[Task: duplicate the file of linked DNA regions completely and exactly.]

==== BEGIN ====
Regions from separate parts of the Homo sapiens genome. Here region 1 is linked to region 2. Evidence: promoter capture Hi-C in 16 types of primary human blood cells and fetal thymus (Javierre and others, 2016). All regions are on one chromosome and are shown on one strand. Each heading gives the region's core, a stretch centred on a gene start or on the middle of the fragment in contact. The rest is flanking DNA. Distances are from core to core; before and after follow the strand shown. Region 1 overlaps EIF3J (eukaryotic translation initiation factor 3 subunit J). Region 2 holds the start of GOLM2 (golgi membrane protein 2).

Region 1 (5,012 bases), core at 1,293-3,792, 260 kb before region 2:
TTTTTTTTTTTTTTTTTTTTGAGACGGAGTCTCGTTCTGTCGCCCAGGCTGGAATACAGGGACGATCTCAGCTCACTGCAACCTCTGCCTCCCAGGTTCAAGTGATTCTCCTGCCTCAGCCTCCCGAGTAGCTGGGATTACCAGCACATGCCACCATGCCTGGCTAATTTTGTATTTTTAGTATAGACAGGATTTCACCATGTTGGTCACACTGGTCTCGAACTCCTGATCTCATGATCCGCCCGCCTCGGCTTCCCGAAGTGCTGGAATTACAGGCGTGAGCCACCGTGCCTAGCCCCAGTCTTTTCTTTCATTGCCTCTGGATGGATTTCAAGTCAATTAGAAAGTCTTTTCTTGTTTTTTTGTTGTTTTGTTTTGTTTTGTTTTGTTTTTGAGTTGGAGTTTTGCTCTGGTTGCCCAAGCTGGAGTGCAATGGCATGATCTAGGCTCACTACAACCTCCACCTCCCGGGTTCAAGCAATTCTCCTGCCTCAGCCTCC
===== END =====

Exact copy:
Regions from separate parts of the Homo sapiens genome. Here region 1 is linked to region 2. Evidence: promoter capture Hi-C in 16 types of primary human blood cells and fetal thymus (Javierre and others, 2016). All regions are on one chromosome and are shown on one strand. Each heading gives the region's core, a stretch centred on a gene start or on the middle of the fragment in contact. The rest is flanking DNA. Distances are from core to core; before and after follow the strand shown. Region 1 overlaps EIF3J (eukaryotic translation initiation factor 3 subunit J). Region 2 holds the start of GOLM2 (golgi membrane protein 2).

Region 1 (5,012 bases), core at 1,293-3,792, 260 kb before region 2:
TTTTTTTTTTTTTTTTTTTTGAGACGGAGTCTCGTTCTGTCGCCCAGGCTGGAATACAGGGACGATCTCAGCTCACTGCAACCTCTGCCTCCCAGGTTCAAGTGATTCTCCTGCCTCAGCCTCCCGAGTAGCTGGGATTACCAGCACATGCCACCATGCCTGGCTAATTTTGTATTTTTAGTATAGACAGGATTTCACCATGTTGGTCACACTGGTCTCGAACTCCTGATCTCATGATCCGCCCGCCTCGGCTTCCCGAAGTGCTGGAATTACAGGCGTGAGCCACCGTGCCTAGCCCCAGTCTTTTCTTTCATTGCCTCTGGATGGATTTCAAGTCAATTAGAAAGTCTTTTCTTGTTTTTTTGTTGTTTTGTTTTGTTTTGTTTTGTTTTTGAGTTGGAGTTTTGCTCTGGTTGCCCAAGCTGGAGTGCAATGGCATGATCTAGGCTCACTACAACCTCCACCTCCCGGGTTCAAGCAATTCTCCTGCCTCAGCCTCC